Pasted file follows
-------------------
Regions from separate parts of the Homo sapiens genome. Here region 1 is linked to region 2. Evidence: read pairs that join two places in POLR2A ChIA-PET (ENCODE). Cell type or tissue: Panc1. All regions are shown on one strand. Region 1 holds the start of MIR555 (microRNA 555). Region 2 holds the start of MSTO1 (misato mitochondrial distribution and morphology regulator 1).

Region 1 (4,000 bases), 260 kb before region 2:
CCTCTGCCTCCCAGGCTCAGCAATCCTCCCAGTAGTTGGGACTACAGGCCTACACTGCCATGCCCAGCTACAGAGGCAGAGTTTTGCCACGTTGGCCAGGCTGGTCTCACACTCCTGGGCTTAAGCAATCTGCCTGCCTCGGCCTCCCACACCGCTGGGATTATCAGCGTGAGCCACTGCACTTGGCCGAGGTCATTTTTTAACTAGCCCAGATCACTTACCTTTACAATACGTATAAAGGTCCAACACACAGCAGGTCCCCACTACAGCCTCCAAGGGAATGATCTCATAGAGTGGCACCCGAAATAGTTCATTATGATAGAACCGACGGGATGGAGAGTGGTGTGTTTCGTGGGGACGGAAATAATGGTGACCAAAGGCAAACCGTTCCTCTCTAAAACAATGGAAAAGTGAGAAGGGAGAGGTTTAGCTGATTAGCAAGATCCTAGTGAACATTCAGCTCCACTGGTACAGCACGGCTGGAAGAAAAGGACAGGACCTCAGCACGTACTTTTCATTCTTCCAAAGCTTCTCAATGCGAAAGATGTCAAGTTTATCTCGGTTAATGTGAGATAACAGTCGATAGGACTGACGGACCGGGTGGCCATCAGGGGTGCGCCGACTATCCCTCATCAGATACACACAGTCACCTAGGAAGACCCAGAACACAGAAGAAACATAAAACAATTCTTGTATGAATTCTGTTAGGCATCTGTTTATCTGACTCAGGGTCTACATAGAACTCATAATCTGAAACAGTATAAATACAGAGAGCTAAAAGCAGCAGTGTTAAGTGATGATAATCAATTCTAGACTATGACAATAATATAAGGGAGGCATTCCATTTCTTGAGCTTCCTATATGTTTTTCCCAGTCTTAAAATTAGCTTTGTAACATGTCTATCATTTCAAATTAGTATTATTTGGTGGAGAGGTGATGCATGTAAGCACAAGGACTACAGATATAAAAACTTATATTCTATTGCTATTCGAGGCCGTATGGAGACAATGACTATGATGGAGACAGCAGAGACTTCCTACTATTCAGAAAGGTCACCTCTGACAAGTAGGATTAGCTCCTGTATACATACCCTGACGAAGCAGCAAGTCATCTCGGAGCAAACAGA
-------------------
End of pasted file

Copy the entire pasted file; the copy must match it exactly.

Regions from separate parts of the Homo sapiens genome. Here region 1 is linked to region 2. Evidence: read pairs that join two places in POLR2A ChIA-PET (ENCODE). Cell type or tissue: Panc1. All regions are shown on one strand. Region 1 holds the start of MIR555 (microRNA 555). Region 2 holds the start of MSTO1 (misato mitochondrial distribution and morphology regulator 1).

Region 1 (4,000 bases), 260 kb before region 2:
CCTCTGCCTCCCAGGCTCAGCAATCCTCCCAGTAGTTGGGACTACAGGCCTACACTGCCATGCCCAGCTACAGAGGCAGAGTTTTGCCACGTTGGCCAGGCTGGTCTCACACTCCTGGGCTTAAGCAATCTGCCTGCCTCGGCCTCCCACACCGCTGGGATTATCAGCGTGAGCCACTGCACTTGGCCGAGGTCATTTTTTAACTAGCCCAGATCACTTACCTTTACAATACGTATAAAGGTCCAACACACAGCAGGTCCCCACTACAGCCTCCAAGGGAATGATCTCATAGAGTGGCACCCGAAATAGTTCATTATGATAGAACCGACGGGATGGAGAGTGGTGTGTTTCGTGGGGACGGAAATAATGGTGACCAAAGGCAAACCGTTCCTCTCTAAAACAATGGAAAAGTGAGAAGGGAGAGGTTTAGCTGATTAGCAAGATCCTAGTGAACATTCAGCTCCACTGGTACAGCACGGCTGGAAGAAAAGGACAGGACCTCAGCACGTACTTTTCATTCTTCCAAAGCTTCTCAATGCGAAAGATGTCAAGTTTATCTCGGTTAATGTGAGATAACAGTCGATAGGACTGACGGACCGGGTGGCCATCAGGGGTGCGCCGACTATCCCTCATCAGATACACACAGTCACCTAGGAAGACCCAGAACACAGAAGAAACATAAAACAATTCTTGTATGAATTCTGTTAGGCATCTGTTTATCTGACTCAGGGTCTACATAGAACTCATAATCTGAAACAGTATAAATACAGAGAGCTAAAAGCAGCAGTGTTAAGTGATGATAATCAATTCTAGACTATGACAATAATATAAGGGAGGCATTCCATTTCTTGAGCTTCCTATATGTTTTTCCCAGTCTTAAAATTAGCTTTGTAACATGTCTATCATTTCAAATTAGTATTATTTGGTGGAGAGGTGATGCATGTAAGCACAAGGACTACAGATATAAAAACTTATATTCTATTGCTATTCGAGGCCGTATGGAGACAATGACTATGATGGAGACAGCAGAGACTTCCTACTATTCAGAAAGGTCACCTCTGACAAGTAGGATTAGCTCCTGTATACATACCCTGACGAAGCAGCAAGTCATCTCGGAGCAAACAGA